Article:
In 2011 a local council in Perth, Western Australia imposed the construction of a green wall as a condition of development for a builder of a block of units. This was because the intended units would obstruct the view of an existing block of units. The council saw a green wall as a beneficial and attractive addition that would mitigate the loss of the view for the current tenants of the existing units. The developer took the council to court over this condition, won the court case and had the condition removed. His defence was the lack of precedence in Perth and local knowledge with this scale of green wall construction in local climatic conditions.
This initiated the recognition of the need to trial green wall plants and systems in the climatic conditions of Perth and the suburb of Fremantle so the precedents and knowhow were available to future developers. Globally there are many examples of successful green walls but few in similar climatic conditions to Fremantle, where there are long, hot summers, high evaporation rates and salty sea breezes.
Curtin University Sustainability Policy Institute along with the City of Fremantle established a partnership to trial green walls in Fremantle. In early April 2013 two trial green walls were installed in Fremantle after 3 months of growing off site. Two sites and two different green wall systems were chosen. Challenging sites, both socially and climatically, were intentionally chosen. Site A is a north facing wall in a little used mall with significant anti-social behaviour. The area is a sun trap in summer with a high level of radiant heat from the paving and surrounding walls. Site B is a west facing street scape wall, again with anti-social behaviour. It is more exposed to the late afternoon westerly sun and strong sea breezes.
They are planted with species chosen for their resilience in hot dry conditions, comprising a combination of local plant species and exotics. Both sites are fertigated with a monitored watering system.
Temperature and humidity sensors have been installed and are providing continuous data over the year long trial period. They are located behind the wall, in the plant canopy and 15cms out from the canopy. Sensors are also installed on a blank control wall and behind a wooden panel to gauge any difference the plants have on the parameters being measured. Water meters at Site A are measuring water in and water out so evapotranspiration rates can be extrapolated. Plant growth rates are regularly visually assessed to determine which species are thriving. Thermal imagery also will provide visual data on which plant species are providing greater cooling capacity.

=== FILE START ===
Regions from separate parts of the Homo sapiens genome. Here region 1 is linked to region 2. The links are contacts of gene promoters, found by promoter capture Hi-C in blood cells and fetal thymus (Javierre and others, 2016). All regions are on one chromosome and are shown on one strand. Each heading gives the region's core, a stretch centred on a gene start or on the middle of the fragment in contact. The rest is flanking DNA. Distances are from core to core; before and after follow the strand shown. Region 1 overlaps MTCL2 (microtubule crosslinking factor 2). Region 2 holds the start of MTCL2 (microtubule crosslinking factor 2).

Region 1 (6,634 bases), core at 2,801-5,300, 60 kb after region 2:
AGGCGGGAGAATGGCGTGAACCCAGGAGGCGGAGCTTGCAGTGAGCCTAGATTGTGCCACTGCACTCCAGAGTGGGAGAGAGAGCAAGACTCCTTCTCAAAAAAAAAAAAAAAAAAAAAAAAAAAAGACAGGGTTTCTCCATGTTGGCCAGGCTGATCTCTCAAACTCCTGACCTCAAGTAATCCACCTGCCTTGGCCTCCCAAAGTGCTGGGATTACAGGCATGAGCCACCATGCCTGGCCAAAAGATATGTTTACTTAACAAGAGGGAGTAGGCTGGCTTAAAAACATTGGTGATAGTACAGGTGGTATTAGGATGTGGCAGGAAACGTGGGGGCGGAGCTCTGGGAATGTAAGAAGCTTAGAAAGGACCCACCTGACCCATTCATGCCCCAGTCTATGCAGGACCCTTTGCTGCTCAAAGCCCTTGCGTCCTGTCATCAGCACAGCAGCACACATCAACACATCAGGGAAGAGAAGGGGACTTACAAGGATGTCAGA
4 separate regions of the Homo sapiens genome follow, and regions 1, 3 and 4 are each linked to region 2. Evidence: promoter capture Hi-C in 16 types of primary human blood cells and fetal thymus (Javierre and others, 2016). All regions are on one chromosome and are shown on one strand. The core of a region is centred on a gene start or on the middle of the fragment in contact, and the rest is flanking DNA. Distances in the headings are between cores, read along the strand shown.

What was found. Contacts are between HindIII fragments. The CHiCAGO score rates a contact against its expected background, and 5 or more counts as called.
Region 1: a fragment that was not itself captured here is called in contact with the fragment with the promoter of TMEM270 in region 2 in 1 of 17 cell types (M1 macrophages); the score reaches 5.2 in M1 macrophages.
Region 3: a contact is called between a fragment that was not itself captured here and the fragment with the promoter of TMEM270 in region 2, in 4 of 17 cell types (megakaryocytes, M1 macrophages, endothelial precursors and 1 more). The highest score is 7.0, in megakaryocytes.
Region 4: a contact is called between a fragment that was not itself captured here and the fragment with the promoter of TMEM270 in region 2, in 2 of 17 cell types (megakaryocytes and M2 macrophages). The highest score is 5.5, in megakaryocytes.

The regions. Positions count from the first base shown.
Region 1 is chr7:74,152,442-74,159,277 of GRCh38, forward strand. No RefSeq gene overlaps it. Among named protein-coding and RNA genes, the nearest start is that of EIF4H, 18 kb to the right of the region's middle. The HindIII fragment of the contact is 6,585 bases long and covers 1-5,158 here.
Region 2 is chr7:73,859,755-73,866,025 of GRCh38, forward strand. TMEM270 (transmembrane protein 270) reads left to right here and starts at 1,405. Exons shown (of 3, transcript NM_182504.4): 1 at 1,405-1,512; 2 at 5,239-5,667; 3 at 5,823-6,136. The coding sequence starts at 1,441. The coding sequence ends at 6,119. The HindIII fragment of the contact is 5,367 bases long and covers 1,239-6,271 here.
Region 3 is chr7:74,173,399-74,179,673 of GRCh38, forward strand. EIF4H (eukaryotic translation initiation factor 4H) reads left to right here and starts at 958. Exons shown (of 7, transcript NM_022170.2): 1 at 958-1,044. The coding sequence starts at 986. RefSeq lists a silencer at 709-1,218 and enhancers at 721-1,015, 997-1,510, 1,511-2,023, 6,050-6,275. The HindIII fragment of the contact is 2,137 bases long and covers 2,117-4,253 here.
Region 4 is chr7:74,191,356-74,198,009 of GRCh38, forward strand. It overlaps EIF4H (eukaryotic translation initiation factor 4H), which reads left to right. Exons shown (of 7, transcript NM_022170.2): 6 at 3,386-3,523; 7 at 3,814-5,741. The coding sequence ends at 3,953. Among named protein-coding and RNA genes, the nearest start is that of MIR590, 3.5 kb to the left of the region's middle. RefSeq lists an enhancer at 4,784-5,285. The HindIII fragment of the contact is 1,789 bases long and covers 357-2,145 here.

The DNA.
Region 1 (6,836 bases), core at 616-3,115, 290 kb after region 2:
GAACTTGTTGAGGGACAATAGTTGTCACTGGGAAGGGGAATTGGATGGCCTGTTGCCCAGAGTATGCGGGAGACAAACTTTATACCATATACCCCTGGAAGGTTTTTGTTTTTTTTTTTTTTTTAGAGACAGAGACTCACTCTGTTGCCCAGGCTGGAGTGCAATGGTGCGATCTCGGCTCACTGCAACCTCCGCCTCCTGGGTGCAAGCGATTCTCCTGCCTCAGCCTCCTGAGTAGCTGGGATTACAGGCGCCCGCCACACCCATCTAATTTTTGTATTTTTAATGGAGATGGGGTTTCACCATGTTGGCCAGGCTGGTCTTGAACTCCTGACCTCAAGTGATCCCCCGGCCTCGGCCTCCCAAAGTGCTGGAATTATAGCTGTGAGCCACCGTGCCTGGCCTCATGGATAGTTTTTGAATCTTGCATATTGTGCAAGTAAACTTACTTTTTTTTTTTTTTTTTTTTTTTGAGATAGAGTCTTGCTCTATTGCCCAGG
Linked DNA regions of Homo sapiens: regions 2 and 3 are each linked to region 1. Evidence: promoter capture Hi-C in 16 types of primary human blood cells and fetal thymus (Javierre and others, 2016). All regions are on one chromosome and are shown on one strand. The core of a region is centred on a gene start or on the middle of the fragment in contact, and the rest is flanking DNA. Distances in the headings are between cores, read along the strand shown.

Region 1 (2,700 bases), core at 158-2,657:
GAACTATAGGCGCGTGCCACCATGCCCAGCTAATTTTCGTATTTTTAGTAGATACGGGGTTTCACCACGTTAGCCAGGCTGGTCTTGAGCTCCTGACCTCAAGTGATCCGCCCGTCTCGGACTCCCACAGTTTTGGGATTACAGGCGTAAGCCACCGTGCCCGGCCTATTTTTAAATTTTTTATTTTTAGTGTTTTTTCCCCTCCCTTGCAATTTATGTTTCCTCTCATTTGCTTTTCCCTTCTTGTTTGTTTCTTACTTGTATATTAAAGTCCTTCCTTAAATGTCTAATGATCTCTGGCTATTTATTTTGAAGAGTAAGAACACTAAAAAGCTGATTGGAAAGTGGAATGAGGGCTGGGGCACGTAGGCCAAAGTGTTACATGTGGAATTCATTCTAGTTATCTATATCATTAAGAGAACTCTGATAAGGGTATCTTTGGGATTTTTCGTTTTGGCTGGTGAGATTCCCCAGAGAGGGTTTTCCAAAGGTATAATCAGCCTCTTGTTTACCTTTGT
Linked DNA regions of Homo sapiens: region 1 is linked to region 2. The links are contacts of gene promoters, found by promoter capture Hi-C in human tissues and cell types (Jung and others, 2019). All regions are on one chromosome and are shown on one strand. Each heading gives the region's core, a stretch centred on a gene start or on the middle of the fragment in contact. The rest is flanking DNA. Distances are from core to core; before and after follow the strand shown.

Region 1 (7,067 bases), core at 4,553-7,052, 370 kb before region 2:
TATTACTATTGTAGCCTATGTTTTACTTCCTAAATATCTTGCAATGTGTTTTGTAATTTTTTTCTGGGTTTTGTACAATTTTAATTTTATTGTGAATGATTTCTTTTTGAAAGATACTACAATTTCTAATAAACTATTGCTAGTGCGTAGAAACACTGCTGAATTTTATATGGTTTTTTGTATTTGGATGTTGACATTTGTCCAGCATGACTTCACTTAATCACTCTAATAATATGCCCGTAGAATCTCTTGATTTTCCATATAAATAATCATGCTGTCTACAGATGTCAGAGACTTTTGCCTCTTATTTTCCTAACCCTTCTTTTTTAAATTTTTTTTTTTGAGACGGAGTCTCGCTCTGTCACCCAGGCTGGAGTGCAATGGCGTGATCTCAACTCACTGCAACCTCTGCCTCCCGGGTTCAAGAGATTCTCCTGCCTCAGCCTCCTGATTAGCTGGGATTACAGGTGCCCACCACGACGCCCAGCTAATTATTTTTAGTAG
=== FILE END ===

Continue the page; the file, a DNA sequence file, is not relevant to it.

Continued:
Assessment of the social response to the green wall is an important component of the trials with pedestrian counts and behavioural mapping undertaken before the installation of the walls. These are being replicated at different periods throughout the year long trial. Intercept surveys will be conducted at both sites. On site signage offers information on the project as well as a QR code link to the website and online survey.
The responses to the green walls have been very positive. Nearly 50 people attended the early Friday morning opening in April, exceeding expectations, with continuing media coverage in local papers, radio interviews, blogs and websites.
The number of online survey responses are steadily growing and providing some interesting results. When asked for one word to sum up thoughts around the green walls words such as ‘brilliant, positive, breath, inspiring, alive, unique, beautiful’ are being used.
Questions to gauge peoples’ response to nature in general are revealing a strong appreciation of beauty. The highest response of 84% strongly agreeing is to the statement ‘I enjoy the beauty of nature’. This is higher than ‘Being in nature is a great stress reducer for me’(79%) and ‘I need time in nature to be happy’(55%).
Where the survey asks questions regarding peoples’ perception of the functional attributes of green walls, again the appreciation of beauty is reflected with 86% strongly agreeing to the statement ‘Green walls can help make a city more attractive and liveable’. By comparison, ‘Green walls could help reduce heat reflected off streets and buildings’ had 62% strongly agree and ‘Green walls can help preserve nature’ had 57%’
95% consider that the City of Fremantle should make provision in their budget for more green walls.
The green walls were intentionally installed in our mild autumn and the plants all thrived except for one species which had to be replaced after 5weeks. They have survived the winter storms and are currently enduring hot summer conditions. There has been no vandalism but much appreciation and interest. Some of the species have just failed after 7weeks of summer sun, no rain and high evaporation. These are being replaced. The other species are green and lush providing a workable pallet of suitable species to choose from for future green walls in our city.
Further information and the survey can be found at http://sustainability.curtin.edu.au/projects/
Post by Jana Soderlund